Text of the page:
Wednesday, January 30, 2013

For your eyes only: Understanding LASIK

Although LASIK, or laser-assisted in situ keratomileusis, has been a common procedure in recent years, a lot of people are still unfamiliar about it. It is a type of refractive surgery in which a laser is used to reshape the cornea, improving how the eye focuses light into the retina, thereby correcting visual acuity problems.

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Before people decide to undergo this procedure, here are some things they need to take note of:

LASIK is not for everybody. People below 18 years are not qualified for this procedure, as their vision is still changing. Pregnant or nursing women are also not allowed to undergo this procedure because measured refraction or vision usually changes during pregnancy, and LASIK requires stable vision for it to work correctly.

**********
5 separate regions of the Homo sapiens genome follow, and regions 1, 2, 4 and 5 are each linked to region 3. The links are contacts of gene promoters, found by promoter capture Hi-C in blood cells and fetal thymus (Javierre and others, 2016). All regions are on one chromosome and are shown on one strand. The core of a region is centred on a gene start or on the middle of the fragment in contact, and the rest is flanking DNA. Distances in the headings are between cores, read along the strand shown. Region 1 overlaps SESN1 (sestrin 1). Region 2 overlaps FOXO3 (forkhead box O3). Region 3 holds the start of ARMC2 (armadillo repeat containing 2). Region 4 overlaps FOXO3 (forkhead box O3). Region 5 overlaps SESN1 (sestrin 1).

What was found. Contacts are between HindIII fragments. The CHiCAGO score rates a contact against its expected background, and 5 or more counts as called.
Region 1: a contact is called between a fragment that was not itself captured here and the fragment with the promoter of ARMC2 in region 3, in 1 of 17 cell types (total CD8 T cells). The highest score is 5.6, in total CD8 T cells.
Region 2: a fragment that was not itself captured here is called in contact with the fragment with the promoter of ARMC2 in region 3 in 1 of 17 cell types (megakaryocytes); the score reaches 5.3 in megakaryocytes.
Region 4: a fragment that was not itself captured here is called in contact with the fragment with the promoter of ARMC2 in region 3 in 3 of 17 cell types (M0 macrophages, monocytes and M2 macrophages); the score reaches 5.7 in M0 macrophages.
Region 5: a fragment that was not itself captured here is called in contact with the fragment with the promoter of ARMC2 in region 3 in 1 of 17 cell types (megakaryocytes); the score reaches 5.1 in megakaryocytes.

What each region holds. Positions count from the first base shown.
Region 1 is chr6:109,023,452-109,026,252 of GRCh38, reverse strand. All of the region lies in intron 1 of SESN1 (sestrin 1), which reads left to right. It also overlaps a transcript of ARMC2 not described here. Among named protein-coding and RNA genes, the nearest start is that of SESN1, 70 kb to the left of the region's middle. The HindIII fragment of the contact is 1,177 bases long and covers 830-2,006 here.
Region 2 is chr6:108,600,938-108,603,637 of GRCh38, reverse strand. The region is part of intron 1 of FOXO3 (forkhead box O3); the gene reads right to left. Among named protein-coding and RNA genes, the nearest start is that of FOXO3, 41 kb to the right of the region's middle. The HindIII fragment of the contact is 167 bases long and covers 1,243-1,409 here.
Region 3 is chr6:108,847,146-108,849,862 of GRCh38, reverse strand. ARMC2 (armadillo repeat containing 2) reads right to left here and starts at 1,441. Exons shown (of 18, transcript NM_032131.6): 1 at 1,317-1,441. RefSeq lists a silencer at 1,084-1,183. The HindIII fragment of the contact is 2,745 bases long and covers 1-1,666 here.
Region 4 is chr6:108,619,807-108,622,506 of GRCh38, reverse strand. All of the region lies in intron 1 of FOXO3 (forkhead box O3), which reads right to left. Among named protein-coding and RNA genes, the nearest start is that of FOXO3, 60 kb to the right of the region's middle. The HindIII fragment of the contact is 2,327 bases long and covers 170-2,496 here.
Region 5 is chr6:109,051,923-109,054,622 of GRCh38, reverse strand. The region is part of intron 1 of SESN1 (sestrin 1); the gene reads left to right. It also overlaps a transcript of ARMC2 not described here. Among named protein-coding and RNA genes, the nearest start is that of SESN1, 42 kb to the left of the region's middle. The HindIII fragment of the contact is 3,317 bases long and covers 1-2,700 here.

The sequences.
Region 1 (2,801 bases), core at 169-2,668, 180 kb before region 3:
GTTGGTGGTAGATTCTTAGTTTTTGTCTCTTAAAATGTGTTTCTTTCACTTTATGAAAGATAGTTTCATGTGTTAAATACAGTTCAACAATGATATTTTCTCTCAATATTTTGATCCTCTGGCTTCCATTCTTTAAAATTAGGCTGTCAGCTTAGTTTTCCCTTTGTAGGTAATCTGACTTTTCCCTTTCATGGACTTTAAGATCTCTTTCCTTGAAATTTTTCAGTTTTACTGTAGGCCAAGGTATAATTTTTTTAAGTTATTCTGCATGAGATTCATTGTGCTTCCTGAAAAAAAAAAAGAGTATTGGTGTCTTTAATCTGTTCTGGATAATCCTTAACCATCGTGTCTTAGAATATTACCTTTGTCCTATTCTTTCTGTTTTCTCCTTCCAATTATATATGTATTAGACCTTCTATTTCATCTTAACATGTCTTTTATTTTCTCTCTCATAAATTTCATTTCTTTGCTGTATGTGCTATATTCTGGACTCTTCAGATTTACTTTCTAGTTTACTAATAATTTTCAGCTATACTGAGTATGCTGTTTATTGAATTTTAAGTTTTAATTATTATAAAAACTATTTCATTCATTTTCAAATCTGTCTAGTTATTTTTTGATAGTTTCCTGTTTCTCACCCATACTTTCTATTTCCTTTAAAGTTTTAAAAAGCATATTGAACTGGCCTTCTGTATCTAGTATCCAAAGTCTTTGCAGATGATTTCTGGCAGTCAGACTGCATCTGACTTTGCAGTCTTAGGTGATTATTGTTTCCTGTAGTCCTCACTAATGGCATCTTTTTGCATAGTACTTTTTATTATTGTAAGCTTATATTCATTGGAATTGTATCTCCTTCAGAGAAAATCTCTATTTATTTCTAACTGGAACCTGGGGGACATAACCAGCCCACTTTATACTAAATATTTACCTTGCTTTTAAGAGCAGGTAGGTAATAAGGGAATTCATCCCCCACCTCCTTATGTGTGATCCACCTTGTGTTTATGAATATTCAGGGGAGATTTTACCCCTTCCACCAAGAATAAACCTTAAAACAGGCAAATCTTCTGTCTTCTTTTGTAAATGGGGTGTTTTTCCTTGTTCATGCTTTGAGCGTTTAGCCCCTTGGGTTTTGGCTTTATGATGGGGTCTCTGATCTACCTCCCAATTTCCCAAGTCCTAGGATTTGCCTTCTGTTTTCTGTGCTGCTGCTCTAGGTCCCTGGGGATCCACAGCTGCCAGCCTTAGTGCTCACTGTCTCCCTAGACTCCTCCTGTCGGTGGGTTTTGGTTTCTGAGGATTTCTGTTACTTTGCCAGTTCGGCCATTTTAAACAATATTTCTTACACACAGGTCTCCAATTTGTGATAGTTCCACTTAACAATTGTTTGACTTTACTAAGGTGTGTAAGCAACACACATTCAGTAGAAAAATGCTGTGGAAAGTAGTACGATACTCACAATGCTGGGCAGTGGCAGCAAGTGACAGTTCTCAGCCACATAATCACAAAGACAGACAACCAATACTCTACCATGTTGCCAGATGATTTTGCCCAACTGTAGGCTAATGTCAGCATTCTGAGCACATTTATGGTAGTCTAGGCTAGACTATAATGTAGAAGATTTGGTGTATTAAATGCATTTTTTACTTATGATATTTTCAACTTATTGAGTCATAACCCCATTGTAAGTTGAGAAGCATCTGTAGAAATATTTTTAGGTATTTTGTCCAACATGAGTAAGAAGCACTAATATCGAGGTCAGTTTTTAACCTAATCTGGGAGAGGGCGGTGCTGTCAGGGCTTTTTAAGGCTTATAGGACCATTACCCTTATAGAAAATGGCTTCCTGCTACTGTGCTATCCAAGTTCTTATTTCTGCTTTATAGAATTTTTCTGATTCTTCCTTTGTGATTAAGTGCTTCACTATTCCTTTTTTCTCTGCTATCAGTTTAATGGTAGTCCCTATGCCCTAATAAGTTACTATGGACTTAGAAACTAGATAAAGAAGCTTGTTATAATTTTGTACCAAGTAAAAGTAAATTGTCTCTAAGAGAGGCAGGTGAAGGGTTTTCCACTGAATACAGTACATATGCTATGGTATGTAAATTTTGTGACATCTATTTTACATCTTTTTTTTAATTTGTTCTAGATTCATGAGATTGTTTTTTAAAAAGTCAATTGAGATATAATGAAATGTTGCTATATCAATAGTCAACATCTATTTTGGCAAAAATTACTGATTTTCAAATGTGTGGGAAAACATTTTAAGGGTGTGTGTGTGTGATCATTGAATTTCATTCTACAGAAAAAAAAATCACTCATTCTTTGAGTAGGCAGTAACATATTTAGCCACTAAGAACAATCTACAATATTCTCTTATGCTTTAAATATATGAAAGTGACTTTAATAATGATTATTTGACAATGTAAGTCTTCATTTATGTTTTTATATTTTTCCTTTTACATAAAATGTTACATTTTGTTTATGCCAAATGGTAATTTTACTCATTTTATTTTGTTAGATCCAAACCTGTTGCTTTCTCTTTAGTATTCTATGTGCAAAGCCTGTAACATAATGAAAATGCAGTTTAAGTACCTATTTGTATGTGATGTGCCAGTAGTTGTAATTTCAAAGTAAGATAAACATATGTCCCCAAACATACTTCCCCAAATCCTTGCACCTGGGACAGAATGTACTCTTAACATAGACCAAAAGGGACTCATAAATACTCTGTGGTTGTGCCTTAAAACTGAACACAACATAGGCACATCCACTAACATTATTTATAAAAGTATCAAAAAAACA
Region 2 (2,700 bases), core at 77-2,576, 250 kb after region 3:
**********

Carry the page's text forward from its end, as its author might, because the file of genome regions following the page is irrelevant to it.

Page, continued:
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LASIK may not give a perfect vision. The American Academy of Ophthalmology reports that 9 out of 10 patients achieve somewhere between a 20/20 vision and a 20/40 vision, which is still not sharp enough for some activities.

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LASIK does not prevent presbyopia. This condition is the age-related loss of the focusing power of the eye. Even people who underwent LASIK will still need glasses as they get older.

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Although LASIK greatly improves one’s vision, it still has risks and is expensive and may not be covered by some health insurance companies in the US. For people without health insurance, getting the services of medical travel companies, such as Steven Lash’s Satori World Medical and David Boucher’s Companion Global Healthcare, can be a cheaper alternative to LASIK procedures offered locally.

Satori World Medical’s official website offers a list of procedures that patients can choose to undergo overseas.

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